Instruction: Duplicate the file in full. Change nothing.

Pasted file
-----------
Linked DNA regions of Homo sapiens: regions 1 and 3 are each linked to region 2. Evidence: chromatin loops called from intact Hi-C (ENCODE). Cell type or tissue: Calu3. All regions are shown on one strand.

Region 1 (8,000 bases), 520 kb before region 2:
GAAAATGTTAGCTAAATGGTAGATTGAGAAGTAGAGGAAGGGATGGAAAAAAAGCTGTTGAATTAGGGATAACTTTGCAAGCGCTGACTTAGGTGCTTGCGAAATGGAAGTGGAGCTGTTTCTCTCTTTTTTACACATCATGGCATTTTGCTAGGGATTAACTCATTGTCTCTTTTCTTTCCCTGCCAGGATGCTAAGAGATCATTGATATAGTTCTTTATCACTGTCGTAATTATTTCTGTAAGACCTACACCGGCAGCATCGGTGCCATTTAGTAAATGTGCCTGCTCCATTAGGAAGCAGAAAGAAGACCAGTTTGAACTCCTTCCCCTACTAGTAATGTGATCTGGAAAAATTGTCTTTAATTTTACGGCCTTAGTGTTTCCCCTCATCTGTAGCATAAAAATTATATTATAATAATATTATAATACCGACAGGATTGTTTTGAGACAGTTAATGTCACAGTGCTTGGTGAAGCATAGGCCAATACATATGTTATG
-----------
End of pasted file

Linked DNA regions of Homo sapiens: regions 1 and 3 are each linked to region 2. Evidence: chromatin loops called from intact Hi-C (ENCODE). Cell type or tissue: Calu3. All regions are shown on one strand.

Region 1 (8,000 bases), 520 kb before region 2:
GAAAATGTTAGCTAAATGGTAGATTGAGAAGTAGAGGAAGGGATGGAAAAAAAGCTGTTGAATTAGGGATAACTTTGCAAGCGCTGACTTAGGTGCTTGCGAAATGGAAGTGGAGCTGTTTCTCTCTTTTTTACACATCATGGCATTTTGCTAGGGATTAACTCATTGTCTCTTTTCTTTCCCTGCCAGGATGCTAAGAGATCATTGATATAGTTCTTTATCACTGTCGTAATTATTTCTGTAAGACCTACACCGGCAGCATCGGTGCCATTTAGTAAATGTGCCTGCTCCATTAGGAAGCAGAAAGAAGACCAGTTTGAACTCCTTCCCCTACTAGTAATGTGATCTGGAAAAATTGTCTTTAATTTTACGGCCTTAGTGTTTCCCCTCATCTGTAGCATAAAAATTATATTATAATAATATTATAATACCGACAGGATTGTTTTGAGACAGTTAATGTCACAGTGCTTGGTGAAGCATAGGCCAATACATATGTTATG